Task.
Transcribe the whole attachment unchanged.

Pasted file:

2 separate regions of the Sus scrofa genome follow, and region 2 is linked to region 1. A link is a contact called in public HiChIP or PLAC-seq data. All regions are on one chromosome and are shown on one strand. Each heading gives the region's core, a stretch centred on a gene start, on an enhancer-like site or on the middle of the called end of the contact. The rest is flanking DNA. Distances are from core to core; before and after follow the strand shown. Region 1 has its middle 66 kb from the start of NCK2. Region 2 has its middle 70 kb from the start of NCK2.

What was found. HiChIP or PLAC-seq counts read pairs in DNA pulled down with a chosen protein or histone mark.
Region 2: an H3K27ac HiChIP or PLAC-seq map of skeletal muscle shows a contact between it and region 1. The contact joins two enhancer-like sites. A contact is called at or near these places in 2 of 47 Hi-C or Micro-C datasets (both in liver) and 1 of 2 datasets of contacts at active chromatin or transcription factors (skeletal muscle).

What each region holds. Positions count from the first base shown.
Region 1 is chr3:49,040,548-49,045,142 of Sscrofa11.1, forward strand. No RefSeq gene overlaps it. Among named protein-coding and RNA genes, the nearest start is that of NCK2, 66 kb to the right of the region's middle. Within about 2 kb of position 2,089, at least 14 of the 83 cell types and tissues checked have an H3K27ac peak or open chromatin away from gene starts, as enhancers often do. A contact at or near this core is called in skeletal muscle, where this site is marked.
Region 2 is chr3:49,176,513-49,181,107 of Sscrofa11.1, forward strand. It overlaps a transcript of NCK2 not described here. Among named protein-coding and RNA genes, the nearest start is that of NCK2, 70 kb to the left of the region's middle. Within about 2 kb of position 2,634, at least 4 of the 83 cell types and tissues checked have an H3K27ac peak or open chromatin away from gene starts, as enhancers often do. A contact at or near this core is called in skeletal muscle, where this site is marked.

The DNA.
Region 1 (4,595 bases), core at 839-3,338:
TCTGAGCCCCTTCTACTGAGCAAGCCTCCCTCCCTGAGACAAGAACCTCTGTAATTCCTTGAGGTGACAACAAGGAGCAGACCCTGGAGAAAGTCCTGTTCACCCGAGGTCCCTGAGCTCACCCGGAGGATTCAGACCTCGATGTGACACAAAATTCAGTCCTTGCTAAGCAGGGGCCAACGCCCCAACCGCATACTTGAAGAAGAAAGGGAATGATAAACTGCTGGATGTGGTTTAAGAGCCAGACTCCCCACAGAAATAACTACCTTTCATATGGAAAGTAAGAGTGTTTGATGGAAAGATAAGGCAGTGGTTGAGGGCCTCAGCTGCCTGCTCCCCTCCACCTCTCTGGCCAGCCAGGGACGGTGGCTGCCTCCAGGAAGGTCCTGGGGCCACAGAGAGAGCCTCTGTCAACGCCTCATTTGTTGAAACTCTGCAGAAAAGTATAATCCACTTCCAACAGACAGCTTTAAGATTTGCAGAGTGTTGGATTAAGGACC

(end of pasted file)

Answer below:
2 separate regions of the Sus scrofa genome follow, and region 2 is linked to region 1. A link is a contact called in public HiChIP or PLAC-seq data. All regions are on one chromosome and are shown on one strand. Each heading gives the region's core, a stretch centred on a gene start, on an enhancer-like site or on the middle of the called end of the contact. The rest is flanking DNA. Distances are from core to core; before and after follow the strand shown. Region 1 has its middle 66 kb from the start of NCK2. Region 2 has its middle 70 kb from the start of NCK2.

What was found. HiChIP or PLAC-seq counts read pairs in DNA pulled down with a chosen protein or histone mark.
Region 2: an H3K27ac HiChIP or PLAC-seq map of skeletal muscle shows a contact between it and region 1. The contact joins two enhancer-like sites. A contact is called at or near these places in 2 of 47 Hi-C or Micro-C datasets (both in liver) and 1 of 2 datasets of contacts at active chromatin or transcription factors (skeletal muscle).

What each region holds. Positions count from the first base shown.
Region 1 is chr3:49,040,548-49,045,142 of Sscrofa11.1, forward strand. No RefSeq gene overlaps it. Among named protein-coding and RNA genes, the nearest start is that of NCK2, 66 kb to the right of the region's middle. Within about 2 kb of position 2,089, at least 14 of the 83 cell types and tissues checked have an H3K27ac peak or open chromatin away from gene starts, as enhancers often do. A contact at or near this core is called in skeletal muscle, where this site is marked.
Region 2 is chr3:49,176,513-49,181,107 of Sscrofa11.1, forward strand. It overlaps a transcript of NCK2 not described here. Among named protein-coding and RNA genes, the nearest start is that of NCK2, 70 kb to the left of the region's middle. Within about 2 kb of position 2,634, at least 4 of the 83 cell types and tissues checked have an H3K27ac peak or open chromatin away from gene starts, as enhancers often do. A contact at or near this core is called in skeletal muscle, where this site is marked.

The DNA.
Region 1 (4,595 bases), core at 839-3,338:
TCTGAGCCCCTTCTACTGAGCAAGCCTCCCTCCCTGAGACAAGAACCTCTGTAATTCCTTGAGGTGACAACAAGGAGCAGACCCTGGAGAAAGTCCTGTTCACCCGAGGTCCCTGAGCTCACCCGGAGGATTCAGACCTCGATGTGACACAAAATTCAGTCCTTGCTAAGCAGGGGCCAACGCCCCAACCGCATACTTGAAGAAGAAAGGGAATGATAAACTGCTGGATGTGGTTTAAGAGCCAGACTCCCCACAGAAATAACTACCTTTCATATGGAAAGTAAGAGTGTTTGATGGAAAGATAAGGCAGTGGTTGAGGGCCTCAGCTGCCTGCTCCCCTCCACCTCTCTGGCCAGCCAGGGACGGTGGCTGCCTCCAGGAAGGTCCTGGGGCCACAGAGAGAGCCTCTGTCAACGCCTCATTTGTTGAAACTCTGCAGAAAAGTATAATCCACTTCCAACAGACAGCTTTAAGATTTGCAGAGTGTTGGATTAAGGACC